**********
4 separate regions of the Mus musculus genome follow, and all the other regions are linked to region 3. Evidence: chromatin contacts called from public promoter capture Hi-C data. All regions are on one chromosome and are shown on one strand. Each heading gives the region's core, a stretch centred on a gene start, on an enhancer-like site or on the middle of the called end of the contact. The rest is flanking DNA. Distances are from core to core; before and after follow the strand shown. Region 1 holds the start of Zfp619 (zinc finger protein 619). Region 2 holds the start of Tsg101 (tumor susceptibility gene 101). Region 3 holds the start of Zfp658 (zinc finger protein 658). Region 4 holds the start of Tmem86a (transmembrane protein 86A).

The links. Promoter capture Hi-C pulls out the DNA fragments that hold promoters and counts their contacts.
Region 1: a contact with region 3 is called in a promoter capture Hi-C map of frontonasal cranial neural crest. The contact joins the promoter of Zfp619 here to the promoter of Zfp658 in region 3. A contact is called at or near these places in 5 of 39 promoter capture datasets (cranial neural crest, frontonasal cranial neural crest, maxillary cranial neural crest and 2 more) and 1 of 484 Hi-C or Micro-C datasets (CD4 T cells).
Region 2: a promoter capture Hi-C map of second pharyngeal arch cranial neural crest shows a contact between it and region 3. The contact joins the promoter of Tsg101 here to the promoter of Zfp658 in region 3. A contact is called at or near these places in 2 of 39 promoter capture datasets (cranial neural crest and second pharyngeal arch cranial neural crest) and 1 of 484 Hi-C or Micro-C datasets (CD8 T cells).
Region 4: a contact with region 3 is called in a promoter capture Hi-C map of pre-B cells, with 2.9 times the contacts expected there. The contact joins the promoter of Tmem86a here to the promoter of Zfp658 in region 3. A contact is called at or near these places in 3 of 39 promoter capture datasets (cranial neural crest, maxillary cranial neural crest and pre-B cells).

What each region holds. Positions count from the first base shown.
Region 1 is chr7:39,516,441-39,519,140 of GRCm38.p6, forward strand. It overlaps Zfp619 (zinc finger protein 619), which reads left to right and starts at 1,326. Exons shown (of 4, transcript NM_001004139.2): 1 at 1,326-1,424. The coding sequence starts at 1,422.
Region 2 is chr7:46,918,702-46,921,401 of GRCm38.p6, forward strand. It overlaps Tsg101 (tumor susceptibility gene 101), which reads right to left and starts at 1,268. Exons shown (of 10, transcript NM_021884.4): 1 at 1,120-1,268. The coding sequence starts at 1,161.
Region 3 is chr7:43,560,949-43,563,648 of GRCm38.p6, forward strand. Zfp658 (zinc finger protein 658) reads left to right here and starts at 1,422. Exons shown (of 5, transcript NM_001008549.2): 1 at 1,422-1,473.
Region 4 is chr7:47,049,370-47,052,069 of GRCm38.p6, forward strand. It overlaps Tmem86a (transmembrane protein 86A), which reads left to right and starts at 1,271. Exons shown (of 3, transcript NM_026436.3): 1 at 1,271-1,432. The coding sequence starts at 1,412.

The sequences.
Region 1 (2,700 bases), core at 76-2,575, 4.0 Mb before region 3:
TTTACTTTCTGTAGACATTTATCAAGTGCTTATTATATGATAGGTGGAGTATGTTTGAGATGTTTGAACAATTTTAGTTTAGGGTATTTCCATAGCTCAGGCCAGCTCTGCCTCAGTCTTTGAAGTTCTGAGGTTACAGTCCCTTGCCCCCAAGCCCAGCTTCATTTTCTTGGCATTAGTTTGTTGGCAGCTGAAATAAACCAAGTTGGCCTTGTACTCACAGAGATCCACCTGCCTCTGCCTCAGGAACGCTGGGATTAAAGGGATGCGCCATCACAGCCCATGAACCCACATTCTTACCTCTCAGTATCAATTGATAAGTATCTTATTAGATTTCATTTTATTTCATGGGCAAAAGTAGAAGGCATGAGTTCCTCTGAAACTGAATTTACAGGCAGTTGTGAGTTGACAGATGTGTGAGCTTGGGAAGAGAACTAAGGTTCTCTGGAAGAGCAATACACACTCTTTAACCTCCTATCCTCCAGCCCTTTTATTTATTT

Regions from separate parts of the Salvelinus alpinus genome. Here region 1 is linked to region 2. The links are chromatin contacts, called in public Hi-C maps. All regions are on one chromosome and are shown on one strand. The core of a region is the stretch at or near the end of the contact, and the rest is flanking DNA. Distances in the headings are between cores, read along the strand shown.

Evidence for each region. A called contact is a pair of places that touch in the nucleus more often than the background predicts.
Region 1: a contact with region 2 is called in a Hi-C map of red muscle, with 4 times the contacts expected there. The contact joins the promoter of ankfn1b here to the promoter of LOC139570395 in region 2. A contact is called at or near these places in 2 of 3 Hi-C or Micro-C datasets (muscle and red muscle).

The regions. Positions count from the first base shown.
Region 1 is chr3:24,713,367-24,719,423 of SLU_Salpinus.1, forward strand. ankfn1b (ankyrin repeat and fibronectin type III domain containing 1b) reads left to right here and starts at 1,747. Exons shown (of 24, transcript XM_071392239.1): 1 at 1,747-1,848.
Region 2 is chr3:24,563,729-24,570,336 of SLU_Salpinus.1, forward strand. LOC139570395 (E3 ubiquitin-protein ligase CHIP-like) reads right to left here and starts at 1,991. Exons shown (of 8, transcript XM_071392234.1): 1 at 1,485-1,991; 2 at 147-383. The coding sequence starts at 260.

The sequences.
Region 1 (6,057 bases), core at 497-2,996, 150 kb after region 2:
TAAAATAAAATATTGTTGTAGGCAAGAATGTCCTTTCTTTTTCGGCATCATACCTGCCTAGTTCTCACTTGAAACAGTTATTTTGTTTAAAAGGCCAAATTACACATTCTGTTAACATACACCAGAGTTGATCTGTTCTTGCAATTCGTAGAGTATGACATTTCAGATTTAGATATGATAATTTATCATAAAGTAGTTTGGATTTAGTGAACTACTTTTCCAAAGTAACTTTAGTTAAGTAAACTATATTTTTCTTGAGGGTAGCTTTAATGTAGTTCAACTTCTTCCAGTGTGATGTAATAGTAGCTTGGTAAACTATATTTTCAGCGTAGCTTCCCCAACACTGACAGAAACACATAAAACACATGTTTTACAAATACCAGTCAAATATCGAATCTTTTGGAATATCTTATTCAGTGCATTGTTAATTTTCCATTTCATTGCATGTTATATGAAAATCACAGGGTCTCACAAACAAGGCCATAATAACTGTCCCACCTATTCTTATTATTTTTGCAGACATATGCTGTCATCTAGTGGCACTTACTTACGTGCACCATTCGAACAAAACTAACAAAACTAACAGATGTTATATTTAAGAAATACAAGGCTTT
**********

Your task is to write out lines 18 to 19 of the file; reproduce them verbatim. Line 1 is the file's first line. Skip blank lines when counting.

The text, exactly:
Region 1 is chr3:24,713,367-24,719,423 of SLU_Salpinus.1, forward strand. ankfn1b (ankyrin repeat and fibronectin type III domain containing 1b) reads left to right here and starts at 1,747. Exons shown (of 24, transcript XM_071392239.1): 1 at 1,747-1,848.
Region 2 is chr3:24,563,729-24,570,336 of SLU_Salpinus.1, forward strand. LOC139570395 (E3 ubiquitin-protein ligase CHIP-like) reads right to left here and starts at 1,991. Exons shown (of 8, transcript XM_071392234.1): 1 at 1,485-1,991; 2 at 147-383. The coding sequence starts at 260.